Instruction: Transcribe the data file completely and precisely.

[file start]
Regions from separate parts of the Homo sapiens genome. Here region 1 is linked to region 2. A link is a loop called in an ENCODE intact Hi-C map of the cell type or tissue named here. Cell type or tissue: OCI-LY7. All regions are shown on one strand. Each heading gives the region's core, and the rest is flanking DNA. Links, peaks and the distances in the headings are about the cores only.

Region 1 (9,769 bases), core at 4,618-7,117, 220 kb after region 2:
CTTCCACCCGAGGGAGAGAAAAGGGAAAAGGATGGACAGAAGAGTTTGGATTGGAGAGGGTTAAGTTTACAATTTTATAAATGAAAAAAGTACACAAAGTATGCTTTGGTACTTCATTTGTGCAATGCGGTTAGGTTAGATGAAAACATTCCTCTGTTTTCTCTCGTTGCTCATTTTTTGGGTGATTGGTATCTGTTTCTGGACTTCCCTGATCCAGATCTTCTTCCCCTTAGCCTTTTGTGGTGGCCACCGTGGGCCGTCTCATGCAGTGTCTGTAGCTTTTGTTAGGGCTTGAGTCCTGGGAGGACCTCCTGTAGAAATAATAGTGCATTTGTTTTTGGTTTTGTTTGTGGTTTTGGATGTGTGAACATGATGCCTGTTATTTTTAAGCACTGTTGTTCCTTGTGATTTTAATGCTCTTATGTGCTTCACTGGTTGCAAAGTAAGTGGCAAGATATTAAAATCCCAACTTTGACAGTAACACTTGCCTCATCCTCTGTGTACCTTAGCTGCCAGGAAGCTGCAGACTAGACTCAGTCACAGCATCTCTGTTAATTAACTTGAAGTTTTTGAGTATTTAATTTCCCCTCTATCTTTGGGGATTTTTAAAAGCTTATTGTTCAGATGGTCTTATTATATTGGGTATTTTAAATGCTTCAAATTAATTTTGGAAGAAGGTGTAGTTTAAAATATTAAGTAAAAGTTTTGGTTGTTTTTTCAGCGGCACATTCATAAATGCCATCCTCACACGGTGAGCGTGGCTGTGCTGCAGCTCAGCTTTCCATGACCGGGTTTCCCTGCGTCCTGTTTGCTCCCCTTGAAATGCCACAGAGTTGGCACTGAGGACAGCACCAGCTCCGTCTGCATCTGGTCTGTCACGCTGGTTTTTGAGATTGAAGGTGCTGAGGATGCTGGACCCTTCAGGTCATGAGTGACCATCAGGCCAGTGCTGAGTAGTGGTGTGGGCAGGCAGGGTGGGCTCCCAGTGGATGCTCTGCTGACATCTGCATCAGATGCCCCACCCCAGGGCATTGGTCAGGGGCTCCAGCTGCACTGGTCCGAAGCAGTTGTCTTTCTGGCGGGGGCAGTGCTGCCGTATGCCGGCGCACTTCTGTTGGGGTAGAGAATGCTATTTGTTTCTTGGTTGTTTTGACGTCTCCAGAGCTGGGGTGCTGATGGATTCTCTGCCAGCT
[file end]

Regions from separate parts of the Homo sapiens genome. Here region 1 is linked to region 2. A link is a loop called in an ENCODE intact Hi-C map of the cell type or tissue named here. Cell type or tissue: OCI-LY7. All regions are shown on one strand. Each heading gives the region's core, and the rest is flanking DNA. Links, peaks and the distances in the headings are about the cores only.

Region 1 (9,769 bases), core at 4,618-7,117, 220 kb after region 2:
CTTCCACCCGAGGGAGAGAAAAGGGAAAAGGATGGACAGAAGAGTTTGGATTGGAGAGGGTTAAGTTTACAATTTTATAAATGAAAAAAGTACACAAAGTATGCTTTGGTACTTCATTTGTGCAATGCGGTTAGGTTAGATGAAAACATTCCTCTGTTTTCTCTCGTTGCTCATTTTTTGGGTGATTGGTATCTGTTTCTGGACTTCCCTGATCCAGATCTTCTTCCCCTTAGCCTTTTGTGGTGGCCACCGTGGGCCGTCTCATGCAGTGTCTGTAGCTTTTGTTAGGGCTTGAGTCCTGGGAGGACCTCCTGTAGAAATAATAGTGCATTTGTTTTTGGTTTTGTTTGTGGTTTTGGATGTGTGAACATGATGCCTGTTATTTTTAAGCACTGTTGTTCCTTGTGATTTTAATGCTCTTATGTGCTTCACTGGTTGCAAAGTAAGTGGCAAGATATTAAAATCCCAACTTTGACAGTAACACTTGCCTCATCCTCTGTGTACCTTAGCTGCCAGGAAGCTGCAGACTAGACTCAGTCACAGCATCTCTGTTAATTAACTTGAAGTTTTTGAGTATTTAATTTCCCCTCTATCTTTGGGGATTTTTAAAAGCTTATTGTTCAGATGGTCTTATTATATTGGGTATTTTAAATGCTTCAAATTAATTTTGGAAGAAGGTGTAGTTTAAAATATTAAGTAAAAGTTTTGGTTGTTTTTTCAGCGGCACATTCATAAATGCCATCCTCACACGGTGAGCGTGGCTGTGCTGCAGCTCAGCTTTCCATGACCGGGTTTCCCTGCGTCCTGTTTGCTCCCCTTGAAATGCCACAGAGTTGGCACTGAGGACAGCACCAGCTCCGTCTGCATCTGGTCTGTCACGCTGGTTTTTGAGATTGAAGGTGCTGAGGATGCTGGACCCTTCAGGTCATGAGTGACCATCAGGCCAGTGCTGAGTAGTGGTGTGGGCAGGCAGGGTGGGCTCCCAGTGGATGCTCTGCTGACATCTGCATCAGATGCCCCACCCCAGGGCATTGGTCAGGGGCTCCAGCTGCACTGGTCCGAAGCAGTTGTCTTTCTGGCGGGGGCAGTGCTGCCGTATGCCGGCGCACTTCTGTTGGGGTAGAGAATGCTATTTGTTTCTTGGTTGTTTTGACGTCTCCAGAGCTGGGGTGCTGATGGATTCTCTGCCAGCT